RIP Lee Van Leer: reports say eccentric multi-instrumentalist has passed away


Lee Van Leer in action in 2013 -Gary 17

Lee Van Leer in action in 2012 -Gary 17

A veteran multi-instrumentalist musician and unique character on the Toronto musical scene for decades, C.J. Feeney (better known as Lee Van Leer) has passed away, according to information from people who have been performing with him lately and over the years.

According to one source, Van Leer, who was 72, had been “missing” since not showing up for an event on January 10 and was not responding to calls or knocks at his apartment door. Eventually concerned friends broke into the apartment and found him “several days dead” according to one band-mate.

The news has been kept quiet up until now as pals have endeavoured, without success, to get in touch with any family members, including a daughter he is believed to have fathered at some point in a life filled with a lot of ups and downs.

Campadre Benny Sanders of the H 2 Oh band, with which Van Leer regularly played and recorded, and Blues broadcaster/songwriter Danny Marks are planning to hold a memorial for Van Leer on February 28 at the Keating Channel restaurant, a source says.

to-nite #004, June 17, 2021 -Page 01

to-nite #004, June 17, 2021 -Page 01

An eccentric who had an eye for the ladies Van Leer often presented a dishevelled, preoccupied look that, along with regular use of a haphazardly packed push-cart jammed with gear and clothing, made some assume he might be homeless. But everything changed once he got on stage.

With his distinctive “thumb-chording” style of playing guitar (he often used his left thumb to form chords instead of his fingers) and his inventive and powerful piano playing, Van Leer was a musical master who made scintillating solos and swelling harmonies look effortless and was an accompanist much sought after by Toronto performers and always enthusiastically welcomed at jams.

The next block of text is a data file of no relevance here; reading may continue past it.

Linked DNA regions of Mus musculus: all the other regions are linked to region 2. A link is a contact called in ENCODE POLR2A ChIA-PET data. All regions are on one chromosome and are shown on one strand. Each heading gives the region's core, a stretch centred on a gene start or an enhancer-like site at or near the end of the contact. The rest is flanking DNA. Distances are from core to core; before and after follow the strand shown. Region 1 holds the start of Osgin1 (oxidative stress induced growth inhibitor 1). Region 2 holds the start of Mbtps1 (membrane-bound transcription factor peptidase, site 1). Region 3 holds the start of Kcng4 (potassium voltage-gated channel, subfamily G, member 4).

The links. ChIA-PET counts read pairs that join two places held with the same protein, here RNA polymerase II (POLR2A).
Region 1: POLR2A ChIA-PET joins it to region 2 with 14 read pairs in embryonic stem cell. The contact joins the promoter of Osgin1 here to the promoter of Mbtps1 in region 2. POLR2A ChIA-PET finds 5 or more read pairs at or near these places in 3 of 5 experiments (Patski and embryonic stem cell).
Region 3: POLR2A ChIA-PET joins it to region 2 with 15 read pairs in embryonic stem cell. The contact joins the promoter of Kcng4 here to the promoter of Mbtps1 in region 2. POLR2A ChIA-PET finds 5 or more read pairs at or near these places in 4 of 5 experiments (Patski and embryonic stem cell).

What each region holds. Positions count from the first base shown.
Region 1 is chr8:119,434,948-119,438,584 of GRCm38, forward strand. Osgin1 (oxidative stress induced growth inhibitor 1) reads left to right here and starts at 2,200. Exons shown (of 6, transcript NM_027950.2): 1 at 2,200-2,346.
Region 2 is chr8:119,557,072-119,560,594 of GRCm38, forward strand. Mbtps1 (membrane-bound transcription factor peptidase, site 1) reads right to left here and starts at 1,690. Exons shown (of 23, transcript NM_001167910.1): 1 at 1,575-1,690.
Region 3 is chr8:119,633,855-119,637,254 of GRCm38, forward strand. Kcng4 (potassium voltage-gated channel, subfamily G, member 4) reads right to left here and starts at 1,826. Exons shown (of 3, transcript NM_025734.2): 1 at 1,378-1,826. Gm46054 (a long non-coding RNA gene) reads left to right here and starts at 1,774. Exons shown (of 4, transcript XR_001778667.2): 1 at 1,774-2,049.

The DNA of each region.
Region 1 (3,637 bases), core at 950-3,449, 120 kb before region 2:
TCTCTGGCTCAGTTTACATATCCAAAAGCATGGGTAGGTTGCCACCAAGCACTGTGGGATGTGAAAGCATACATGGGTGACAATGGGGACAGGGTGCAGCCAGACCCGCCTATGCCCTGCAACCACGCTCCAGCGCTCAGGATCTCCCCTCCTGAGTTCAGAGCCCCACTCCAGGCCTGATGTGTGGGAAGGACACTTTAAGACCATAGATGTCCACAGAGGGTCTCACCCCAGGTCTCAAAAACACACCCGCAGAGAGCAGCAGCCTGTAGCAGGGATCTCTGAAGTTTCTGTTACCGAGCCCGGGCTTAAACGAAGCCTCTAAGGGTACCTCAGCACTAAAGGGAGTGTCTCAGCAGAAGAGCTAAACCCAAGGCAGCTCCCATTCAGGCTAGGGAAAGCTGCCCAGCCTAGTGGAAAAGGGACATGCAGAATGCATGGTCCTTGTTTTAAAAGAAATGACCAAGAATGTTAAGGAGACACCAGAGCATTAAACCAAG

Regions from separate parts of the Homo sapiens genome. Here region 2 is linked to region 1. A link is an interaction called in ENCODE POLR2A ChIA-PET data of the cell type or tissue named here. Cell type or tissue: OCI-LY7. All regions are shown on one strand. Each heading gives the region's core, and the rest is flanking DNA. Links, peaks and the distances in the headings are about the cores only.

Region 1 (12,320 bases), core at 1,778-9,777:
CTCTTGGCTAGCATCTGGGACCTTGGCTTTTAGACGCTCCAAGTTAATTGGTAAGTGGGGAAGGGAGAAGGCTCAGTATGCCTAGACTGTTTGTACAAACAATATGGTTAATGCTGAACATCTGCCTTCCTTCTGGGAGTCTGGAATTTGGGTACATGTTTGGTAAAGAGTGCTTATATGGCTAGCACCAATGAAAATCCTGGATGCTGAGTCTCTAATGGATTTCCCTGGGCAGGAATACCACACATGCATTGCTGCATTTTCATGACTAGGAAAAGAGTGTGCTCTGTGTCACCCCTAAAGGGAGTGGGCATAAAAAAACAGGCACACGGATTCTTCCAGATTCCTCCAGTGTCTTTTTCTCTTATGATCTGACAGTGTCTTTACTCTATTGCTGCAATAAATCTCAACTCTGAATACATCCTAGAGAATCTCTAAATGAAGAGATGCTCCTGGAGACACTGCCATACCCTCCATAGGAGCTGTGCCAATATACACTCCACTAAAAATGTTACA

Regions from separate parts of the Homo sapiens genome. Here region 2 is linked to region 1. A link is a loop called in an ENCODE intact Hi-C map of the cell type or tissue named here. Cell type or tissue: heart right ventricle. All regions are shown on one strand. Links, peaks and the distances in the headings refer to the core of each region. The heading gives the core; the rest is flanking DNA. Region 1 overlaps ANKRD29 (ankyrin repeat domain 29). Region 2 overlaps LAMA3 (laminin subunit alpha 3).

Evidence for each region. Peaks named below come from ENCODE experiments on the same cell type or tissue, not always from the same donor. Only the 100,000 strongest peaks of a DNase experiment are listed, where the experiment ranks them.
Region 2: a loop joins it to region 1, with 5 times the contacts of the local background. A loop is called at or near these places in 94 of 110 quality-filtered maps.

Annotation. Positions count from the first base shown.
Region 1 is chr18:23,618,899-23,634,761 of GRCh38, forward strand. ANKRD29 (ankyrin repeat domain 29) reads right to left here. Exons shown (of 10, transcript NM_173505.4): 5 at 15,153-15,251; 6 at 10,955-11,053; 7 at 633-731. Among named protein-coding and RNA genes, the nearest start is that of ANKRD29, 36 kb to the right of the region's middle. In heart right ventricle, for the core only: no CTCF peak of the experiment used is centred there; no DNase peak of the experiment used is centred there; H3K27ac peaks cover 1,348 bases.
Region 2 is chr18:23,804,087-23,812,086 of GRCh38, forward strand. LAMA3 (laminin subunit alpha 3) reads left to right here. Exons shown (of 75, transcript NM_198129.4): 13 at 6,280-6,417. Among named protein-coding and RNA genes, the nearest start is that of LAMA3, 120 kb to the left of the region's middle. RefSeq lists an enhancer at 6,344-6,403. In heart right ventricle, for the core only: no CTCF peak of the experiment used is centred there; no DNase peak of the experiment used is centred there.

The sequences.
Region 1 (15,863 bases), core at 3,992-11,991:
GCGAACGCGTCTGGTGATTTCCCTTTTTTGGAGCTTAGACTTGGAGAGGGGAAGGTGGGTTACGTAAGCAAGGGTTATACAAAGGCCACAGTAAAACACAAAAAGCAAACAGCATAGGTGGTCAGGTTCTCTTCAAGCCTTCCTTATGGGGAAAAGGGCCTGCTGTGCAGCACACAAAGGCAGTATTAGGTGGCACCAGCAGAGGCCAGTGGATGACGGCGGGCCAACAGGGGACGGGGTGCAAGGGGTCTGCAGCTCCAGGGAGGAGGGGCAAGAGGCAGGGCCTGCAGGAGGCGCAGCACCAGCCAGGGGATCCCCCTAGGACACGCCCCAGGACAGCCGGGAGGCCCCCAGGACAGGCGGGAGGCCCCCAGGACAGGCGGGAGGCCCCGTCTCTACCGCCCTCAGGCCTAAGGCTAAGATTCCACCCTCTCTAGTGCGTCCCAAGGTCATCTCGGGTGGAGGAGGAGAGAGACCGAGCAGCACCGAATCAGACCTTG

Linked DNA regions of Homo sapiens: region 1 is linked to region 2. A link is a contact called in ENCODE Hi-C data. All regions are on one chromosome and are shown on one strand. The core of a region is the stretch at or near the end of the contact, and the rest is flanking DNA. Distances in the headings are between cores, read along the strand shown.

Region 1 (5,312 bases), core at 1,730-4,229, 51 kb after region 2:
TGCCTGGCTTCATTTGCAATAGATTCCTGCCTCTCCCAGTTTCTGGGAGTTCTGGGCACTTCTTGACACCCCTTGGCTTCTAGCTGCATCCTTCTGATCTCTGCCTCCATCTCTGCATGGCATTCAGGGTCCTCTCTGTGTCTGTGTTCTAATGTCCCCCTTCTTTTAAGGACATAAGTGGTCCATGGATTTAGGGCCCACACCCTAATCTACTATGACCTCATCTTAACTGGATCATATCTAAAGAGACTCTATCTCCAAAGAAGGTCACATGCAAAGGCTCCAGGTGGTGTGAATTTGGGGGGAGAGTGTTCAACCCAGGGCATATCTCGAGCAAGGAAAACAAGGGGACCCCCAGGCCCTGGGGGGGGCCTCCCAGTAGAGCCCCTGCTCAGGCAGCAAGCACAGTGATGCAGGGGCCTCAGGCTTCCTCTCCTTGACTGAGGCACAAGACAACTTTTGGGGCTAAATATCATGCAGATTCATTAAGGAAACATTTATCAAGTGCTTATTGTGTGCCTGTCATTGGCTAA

(You can see a video of Van Leer performing at the Tribute Pete Traynor show in 2011 on YouTube.)

He was also a songwriter whose tune “Bashful” was featured on the Songtown IV: Toronto compilation album released by Pete Otis and SongTown in 2012 and who usually had a few original cds with him for sale featuring his own hand-made artwork.

Van Leer was one of the first musicians I profiled after starting this magazine project in 1992 as The Open Season and that became to-nite the next year (now, of course, He was on the front cover of to-nite #004 in June 1993 and I’ve written about him many times since. [Paid-up subscribers who have registered as members of the website can read the 1993 article in a post in our Vault section.]

Van Leer was part of many, many combos of musicians and hosted and made countless appearances at jams across the city over the years.

Donate at or contact Gary 17

Donate at or contact Gary 17: [email protected]

A more extensive account of his musical career and life will appear in an entry on Toronto Moon’s forthcoming Musical Legacies Online Museum as soon as enough donations have been received to enable renewal of the hosting website and establishment of the project.